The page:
Review by Andrew Klay:
Soundtrack Review #3: Harry Potter and the Prisoner of Azkaban (2004)
Director: Alfonso Cuarón
Composer: John Williams
As the third installment in the Harry Potter series, The Prisoner of Azkaban may not initially draw the most attention, but its score sets itself apart from the rest. After a knockout score chock full of new themes in the first Harry Potter film, John Williams was faced with the challenge of reinventing himself twice more.
This proved a difficult task as it would be the first Harry Potter film with a new director, as well as a new actor for a major character, Albus Dumbledore. As director, Alfonso Cuarón gave the film his own look and style, but had to retain certain elements as set forth in the first two movies. John Williams became the important link in the chain to preserve the “spirit of Harry Potter” by continuing its rich musical tradition. It is, in my opinion, his greatest Harry Potter score, but unfortunately also his last.
The soundtrack showcases many new themes and ideas. “Aunt Marge’s Waltz” features unconventional, perhaps even opposite music that one might consider for such a dire situation. As Harry uses his magical powers in revenge to “blow up” his uncle Vernon’s portly sister, sending her floating out of the house into the sky, John Williams writes an almost carousel-like waltz, giving the scene a lighter and more humorous feel. This accurately conveys the emotion readers infer from the book—whimsical poetic justice rather than intense desperation.
Next of interest is “Buckbeak’s Flight,” which I consider one of the finest pieces of John Williams’ career. It accompanies the scene in which Hagrid sets Harry off on a flying hippogriff (a creature half horse and half eagle). Harry and Buckbeak soar over an enormous shimmering lake near the castle, forming a bond of friendship that will save them both in the end. Williams begins with a pulsing, intense drum solo, “the takeoff,” followed by a surge of radiant strings and harp, supported by noble brass. The strings swell to a cymbal crash as Harry experiences the adrenaline rush of flight, seeing his own reflection in the water. This makes the scene all the more glorious and majestic. The melody then simmers down as the two land back to safety.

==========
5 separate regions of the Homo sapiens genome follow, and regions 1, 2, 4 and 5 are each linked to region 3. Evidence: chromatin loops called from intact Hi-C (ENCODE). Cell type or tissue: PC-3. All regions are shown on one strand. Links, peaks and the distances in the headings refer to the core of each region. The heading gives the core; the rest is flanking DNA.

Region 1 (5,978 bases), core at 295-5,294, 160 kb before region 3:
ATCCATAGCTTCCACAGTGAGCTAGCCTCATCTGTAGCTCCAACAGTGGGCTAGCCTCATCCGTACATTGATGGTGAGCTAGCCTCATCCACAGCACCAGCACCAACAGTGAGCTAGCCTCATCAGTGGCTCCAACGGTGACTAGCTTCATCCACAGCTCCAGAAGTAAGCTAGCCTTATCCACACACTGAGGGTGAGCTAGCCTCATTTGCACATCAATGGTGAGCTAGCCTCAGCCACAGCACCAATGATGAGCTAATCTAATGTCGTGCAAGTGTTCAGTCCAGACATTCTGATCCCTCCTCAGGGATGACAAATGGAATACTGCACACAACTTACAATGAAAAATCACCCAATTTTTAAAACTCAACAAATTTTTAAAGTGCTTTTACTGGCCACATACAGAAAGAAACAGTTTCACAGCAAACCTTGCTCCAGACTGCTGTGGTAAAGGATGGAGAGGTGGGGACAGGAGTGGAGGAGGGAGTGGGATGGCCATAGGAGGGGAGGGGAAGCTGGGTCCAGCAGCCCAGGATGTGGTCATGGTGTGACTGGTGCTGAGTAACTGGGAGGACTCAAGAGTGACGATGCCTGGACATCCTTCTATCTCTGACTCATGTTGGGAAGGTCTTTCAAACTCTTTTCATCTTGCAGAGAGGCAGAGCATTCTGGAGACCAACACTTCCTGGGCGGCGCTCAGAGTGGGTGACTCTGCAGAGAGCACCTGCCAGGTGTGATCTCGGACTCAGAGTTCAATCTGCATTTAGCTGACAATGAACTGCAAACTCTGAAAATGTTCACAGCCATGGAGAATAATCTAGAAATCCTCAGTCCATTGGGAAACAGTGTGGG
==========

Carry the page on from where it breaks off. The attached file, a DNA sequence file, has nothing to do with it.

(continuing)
A key theme of the film is Harry’s longing for his parents, particularly his mother. This is tenderly illustrated in “A Window to the Past,” a scene in which Harry learns more about his mother from Professor Lupin on the bridge. This theme, played initially by recorder and harpsichord, is repeated in various forms throughout the film. These instruments place us in the Medieval setting of Hogwarts and reveal a yearning on the part of Harry to feel closer to his departed parents.
Finally, don’t miss the last track on the CD, entitled “Mischief Managed.” John Williams decided to score the end credits in such a way as to reincorporate all the major themes from the film, making the viewer want to stay in the theater until the bitter end. These themes are craftily woven together by new score and appropriate variation of it. And of course, it ends triumphantly with “Aunt Marge’s Waltz.”
This soundtrack is a “must own,” giving fuel to the Harry Potter fire and doing justice to its story, in fact taking it to new heights. I don’t understand why John Williams stopped scoring Harry Potter after this film—if it was a directorial decision, it sure was a bad one. To me, the music of this film makes The Prisoner of Azkaban the last great Harry Potter film.
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